What makes it hard? In a nutshell, because the industry is constantly evolving there is always something new to learn. That evolution also leads to an extremely fast-paced release cycle for new features and functionality that must be introduced in order to keep up with consumer expectations. So, learn it all… fast. Then do the work to roll it out, assess, learn more and do it all again.
For the right person, that cycle is exhilarating. For others, it represents a level of consistent stress that isn’t desirable or sustainable. Given that, if you’re looking to get into the industry, I would encourage you to talk to people already working in it and get the true view of what the day-to-day looks like.
Then try to figure out which piece you’re actually interested in. There are so many different facets to our industry that it’s hard to just simply say, “I want to be in eCommerce.” Figure out, “Is it the marketing side?” “Am I interested in delivery?” “Do I want to be working on the client side where I’m able to dig in deep into one particular business?” Or “Do I want a broader type of exposure that I may get in an agency setting?”
One thing that I’m watching really closely is fulfillment. We already see nearly every retailer with brick-and-mortar introducing stuff like buy online, pick-up in store, or ship to store features on their websites.
As both shipping costs to the merchant and consumer expectations for free or really low cost shipping options continue to increase, I think that retailers without that brick-and-mortar presence are going to have to find a way to deliver to customers without increasing the overall cost of the transaction. Add to that an undisputed increase in porch package theft and I think that we’re going to start to see more and more retailers move to a carrier access point model for low cost shipping. So, instead of having a package delivered directly to my house, it’s being delivered to my local grocery store or convenience store.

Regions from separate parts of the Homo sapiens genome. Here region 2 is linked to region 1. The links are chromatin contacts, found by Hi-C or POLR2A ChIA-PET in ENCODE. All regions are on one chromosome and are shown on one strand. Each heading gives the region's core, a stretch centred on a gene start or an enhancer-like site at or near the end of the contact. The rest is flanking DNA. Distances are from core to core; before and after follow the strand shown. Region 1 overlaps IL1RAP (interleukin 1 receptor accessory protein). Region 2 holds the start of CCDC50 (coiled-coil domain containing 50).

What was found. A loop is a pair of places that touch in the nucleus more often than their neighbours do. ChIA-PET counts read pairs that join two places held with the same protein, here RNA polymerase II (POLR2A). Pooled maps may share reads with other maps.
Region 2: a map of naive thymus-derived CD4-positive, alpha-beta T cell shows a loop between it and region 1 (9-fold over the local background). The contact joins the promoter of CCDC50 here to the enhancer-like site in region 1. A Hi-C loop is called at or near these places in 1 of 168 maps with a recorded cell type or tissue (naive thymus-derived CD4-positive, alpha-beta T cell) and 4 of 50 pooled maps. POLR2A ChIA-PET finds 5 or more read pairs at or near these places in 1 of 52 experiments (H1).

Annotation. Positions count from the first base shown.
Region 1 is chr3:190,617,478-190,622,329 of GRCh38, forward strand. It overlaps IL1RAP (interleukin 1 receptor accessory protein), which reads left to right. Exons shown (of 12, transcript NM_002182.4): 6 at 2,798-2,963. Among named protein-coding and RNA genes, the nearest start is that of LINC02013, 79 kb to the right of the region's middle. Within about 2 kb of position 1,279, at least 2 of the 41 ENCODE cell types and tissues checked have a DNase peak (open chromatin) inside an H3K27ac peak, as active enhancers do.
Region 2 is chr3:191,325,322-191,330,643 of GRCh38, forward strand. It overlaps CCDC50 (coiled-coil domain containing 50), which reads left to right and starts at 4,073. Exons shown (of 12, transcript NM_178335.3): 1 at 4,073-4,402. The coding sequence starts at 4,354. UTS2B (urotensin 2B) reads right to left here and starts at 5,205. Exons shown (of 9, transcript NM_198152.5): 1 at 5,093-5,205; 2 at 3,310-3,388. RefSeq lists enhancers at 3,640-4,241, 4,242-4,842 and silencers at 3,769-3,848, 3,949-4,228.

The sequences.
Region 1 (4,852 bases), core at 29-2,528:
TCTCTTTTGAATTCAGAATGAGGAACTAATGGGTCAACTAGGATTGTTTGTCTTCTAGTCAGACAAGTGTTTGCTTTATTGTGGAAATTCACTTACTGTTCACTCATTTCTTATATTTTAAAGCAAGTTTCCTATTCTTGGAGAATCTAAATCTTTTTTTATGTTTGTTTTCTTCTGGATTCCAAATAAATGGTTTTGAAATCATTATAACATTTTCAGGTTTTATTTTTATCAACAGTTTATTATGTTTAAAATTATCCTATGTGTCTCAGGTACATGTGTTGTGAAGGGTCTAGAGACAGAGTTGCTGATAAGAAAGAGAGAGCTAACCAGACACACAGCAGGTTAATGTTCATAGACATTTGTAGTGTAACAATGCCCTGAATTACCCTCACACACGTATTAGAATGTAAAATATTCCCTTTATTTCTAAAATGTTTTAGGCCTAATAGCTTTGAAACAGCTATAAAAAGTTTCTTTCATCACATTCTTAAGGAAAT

This has the added benefit of having an environmentally stable approach to purchasing items online. If a truck doesn’t have to deliver to every single house in my neighborhood, and instead they’re delivering all of those 200 packages to the grocery store, that’s fewer trucks that are needed on the road and less associated emissions. Finding ways to reduce their carbon footprint is important to a lot of consumers, so I think that will play into consumer adoption of this fulfillment offering.
I’ve been really lucky to work with a lot of strong women in this industry throughout my career. One of them is Katie Dunlap (VP of Global Unified Commerce & Marketing GTM at Bluewolf, an IBM company). She was previously our VP of Customer Success at LYONSCG, and she was such a force when it came to being an advocate for the customer. Her passion in that area helped to shape my philosophy around relationships with our customers and also the way that I manage my team and my own expectations for how we work and why we do what we do as consultants.
I also have a good friend, Robbin Farrell, who I met by virtue of working on an account together at LYONSCG. She is a brilliant UX designer and strategist and she really taught me the value in collaboration. Being able to get together in a room and just sort through all of the ideas, whether they were good or bad, and being unashamed of bringing them to the table for the conversation was a revolutionary experience. I learned from her to never be afraid to ask why, to push the boundaries and to do whatever it takes to get to something that’s truly incredible at the end of the day.